"In some of these models, we found 100 percent response. It means that we prevented by 100 percent the dissemination of metastases. When you are a scientist and when you find this, you just fall on the ground. This is a very nice result," said Sonveaux.
The research, published in the journal Cell Reports, has drawn praise from other scientists. Bakal said the findings could lead to the development of a therapy to prevent the spread of metastatic cancer cells by blocking pathways to free radicals.
"What it suggests is that by targeting these pathways, these free radical pathways, it could represent a way, a therapeutic avenue, by which to inhibit metastasis, which we weren't necessarily clear of before. So if we lower the amount of free radicals in metastatic cells, it suggests we could prevent metastasis," said Bakal.
Belgian researchers say they now want to find out if this strategy can be applied to prevent metastasis of other tumors, such as colon cancer, lung cancer and prostate cancer. The next step would be developing the necessary drugs and starting clinical trials on cancer patients.
IMAGE: This is Paul Fisher, M.Ph., Ph.D., Thelma Newmeyer Corman Endowed Chair in Cancer Research and co-leader of the Cancer Molecular Genetics research program at VCU Massey Cancer Center, chairman of...
Bioluminescence, nanoparticles, gene manipulation – these sound like the ideas of a science fiction writer, but, in fact, they are components of an exciting new approach to imaging local and metastatic tumors. In preclinical animal models of metastatic prostate cancer, scientists at Virginia Commonwealth University Massey Cancer Center, VCU Institute of Molecular Medicine and Johns Hopkins Medical Institutions have provided proof-of-principle of a new molecular imaging approach that could revolutionize doctors' ability to see tumors that have metastasized to other sites in the body, including the bones.
Recently published in the OnlineFirst edition of the journal Cancer Research, a journal of the American Association for Cancer Research, this multiple institution study is the first to develop in vivo (in animal models) a systemically administered, non-invasive, molecular-genetic technique to image bone metastases resulting from prostate cancer. The new method relies on the detection of a gene known as AEG-1, which was originally discovered by the study's co-lead investigator Paul B. Fisher, M.Ph., Ph.D., and has been shown to be expressed in the majority of cancers but not in normal, healthy cells. In preclinical studies, the researchers were able to image bone metastases with greater accuracy than any clinically approved imaging method.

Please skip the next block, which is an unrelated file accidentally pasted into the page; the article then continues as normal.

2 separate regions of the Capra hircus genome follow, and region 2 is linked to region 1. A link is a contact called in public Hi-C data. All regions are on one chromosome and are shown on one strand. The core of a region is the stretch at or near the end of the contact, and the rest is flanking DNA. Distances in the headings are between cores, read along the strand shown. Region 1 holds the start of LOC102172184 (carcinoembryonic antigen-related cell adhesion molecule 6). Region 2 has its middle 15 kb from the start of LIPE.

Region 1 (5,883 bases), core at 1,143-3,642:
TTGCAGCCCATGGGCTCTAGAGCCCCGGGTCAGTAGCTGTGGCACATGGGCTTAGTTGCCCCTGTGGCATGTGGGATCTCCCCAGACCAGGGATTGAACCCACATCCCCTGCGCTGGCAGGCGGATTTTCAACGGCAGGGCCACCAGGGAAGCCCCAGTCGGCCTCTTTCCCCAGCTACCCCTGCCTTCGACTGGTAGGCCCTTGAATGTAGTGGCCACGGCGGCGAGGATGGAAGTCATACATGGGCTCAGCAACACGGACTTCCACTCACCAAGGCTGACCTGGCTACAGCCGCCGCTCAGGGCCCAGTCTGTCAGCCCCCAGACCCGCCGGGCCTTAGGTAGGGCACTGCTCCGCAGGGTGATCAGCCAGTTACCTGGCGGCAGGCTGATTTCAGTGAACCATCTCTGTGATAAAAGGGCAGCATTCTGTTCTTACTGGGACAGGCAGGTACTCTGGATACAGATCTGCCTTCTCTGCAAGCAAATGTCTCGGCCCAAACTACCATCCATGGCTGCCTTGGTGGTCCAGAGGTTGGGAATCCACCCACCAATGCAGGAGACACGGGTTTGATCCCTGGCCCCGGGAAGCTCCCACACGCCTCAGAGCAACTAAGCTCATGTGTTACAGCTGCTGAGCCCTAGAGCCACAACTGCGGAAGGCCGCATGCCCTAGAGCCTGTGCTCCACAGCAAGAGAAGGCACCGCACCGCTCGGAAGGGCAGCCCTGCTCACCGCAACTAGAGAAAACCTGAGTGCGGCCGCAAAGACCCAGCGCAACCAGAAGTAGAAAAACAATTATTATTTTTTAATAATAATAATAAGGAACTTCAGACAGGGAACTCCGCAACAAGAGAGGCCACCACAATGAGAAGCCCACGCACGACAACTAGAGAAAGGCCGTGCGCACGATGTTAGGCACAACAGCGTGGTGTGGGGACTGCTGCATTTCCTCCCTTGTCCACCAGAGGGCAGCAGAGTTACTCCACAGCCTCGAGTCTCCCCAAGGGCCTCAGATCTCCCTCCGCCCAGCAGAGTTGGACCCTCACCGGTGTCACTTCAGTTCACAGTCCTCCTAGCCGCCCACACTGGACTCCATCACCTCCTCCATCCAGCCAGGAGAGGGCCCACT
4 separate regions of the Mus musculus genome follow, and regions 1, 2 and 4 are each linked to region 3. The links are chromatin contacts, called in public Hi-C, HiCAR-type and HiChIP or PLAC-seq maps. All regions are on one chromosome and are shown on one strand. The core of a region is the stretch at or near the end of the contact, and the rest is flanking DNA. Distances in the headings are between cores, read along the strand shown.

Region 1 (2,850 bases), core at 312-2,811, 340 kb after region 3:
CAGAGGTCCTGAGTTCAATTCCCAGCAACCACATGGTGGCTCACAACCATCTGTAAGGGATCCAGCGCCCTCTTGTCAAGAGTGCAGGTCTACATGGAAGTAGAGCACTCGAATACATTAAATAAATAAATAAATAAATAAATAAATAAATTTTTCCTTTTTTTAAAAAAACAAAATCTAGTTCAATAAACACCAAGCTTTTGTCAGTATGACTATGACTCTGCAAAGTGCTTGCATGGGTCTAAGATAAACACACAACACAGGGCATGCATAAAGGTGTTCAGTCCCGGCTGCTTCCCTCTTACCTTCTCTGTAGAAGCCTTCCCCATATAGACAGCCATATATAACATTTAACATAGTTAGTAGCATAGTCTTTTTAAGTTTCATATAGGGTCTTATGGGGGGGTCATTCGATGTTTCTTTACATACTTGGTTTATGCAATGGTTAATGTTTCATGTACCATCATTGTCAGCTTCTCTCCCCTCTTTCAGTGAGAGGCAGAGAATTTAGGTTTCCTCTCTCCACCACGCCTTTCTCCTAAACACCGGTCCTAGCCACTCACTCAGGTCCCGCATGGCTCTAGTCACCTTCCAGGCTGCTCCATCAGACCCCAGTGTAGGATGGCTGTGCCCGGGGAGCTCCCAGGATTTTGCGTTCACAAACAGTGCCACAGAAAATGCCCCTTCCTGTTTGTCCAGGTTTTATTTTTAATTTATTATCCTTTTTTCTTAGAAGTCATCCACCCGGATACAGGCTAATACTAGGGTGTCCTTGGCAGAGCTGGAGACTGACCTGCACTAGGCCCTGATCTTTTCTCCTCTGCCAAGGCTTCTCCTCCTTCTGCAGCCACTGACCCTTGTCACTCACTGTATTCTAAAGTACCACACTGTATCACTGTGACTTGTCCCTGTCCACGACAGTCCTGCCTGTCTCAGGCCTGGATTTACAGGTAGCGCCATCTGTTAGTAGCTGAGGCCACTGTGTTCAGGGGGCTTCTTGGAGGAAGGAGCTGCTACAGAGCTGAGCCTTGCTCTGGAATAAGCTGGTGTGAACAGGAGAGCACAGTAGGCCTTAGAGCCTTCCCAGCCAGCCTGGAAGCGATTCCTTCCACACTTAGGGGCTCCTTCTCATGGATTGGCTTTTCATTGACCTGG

"Currently, we do not have a sensitive and specific non-invasive technique to detect bone metastases, so we are very encouraged by the results of this study" says Fisher, Thelma Newmeyer Corman Endowed Chair in Cancer Research and co-leader of the Cancer Molecular Genetics research program at VCU Massey Cancer Center, chairman of the Department of Human and Molecular Genetics at the VCU School of Medicine and director of the VCU Institute of Molecular Medicine. "Additionally, because AEG-1 is expressed in the majority of cancers, this research could potentially lead to earlier detection and treatment of metastases originating from a variety of cancer types."
Imaging the expression of a gene in real time is not an easy task. To do it, the scientists used a promoter called AEG-Prom. A promoter is a set of chemical instructions coded in DNA that initiates activity in a gene. The team combined AEG-Prom with imaging agents consisting of a gene that produces firefly luciferase, the bioluminescent substance that makes fireflies glow, and a gene called HSV1tk, which initiates a chemical reaction when specific radioactive compounds are administered. The team then inserted the combination into tiny nanoparticles that are injected intravenously. When exposed to specific proteins that activate the AEG-Prom, including the c-MYC protein that is elevated in many cancer cells, the AEG-Prom initiates activity in the imaging agent, and the location of cancer cells expressing the imaging agent are made visible using sensitive imaging devices.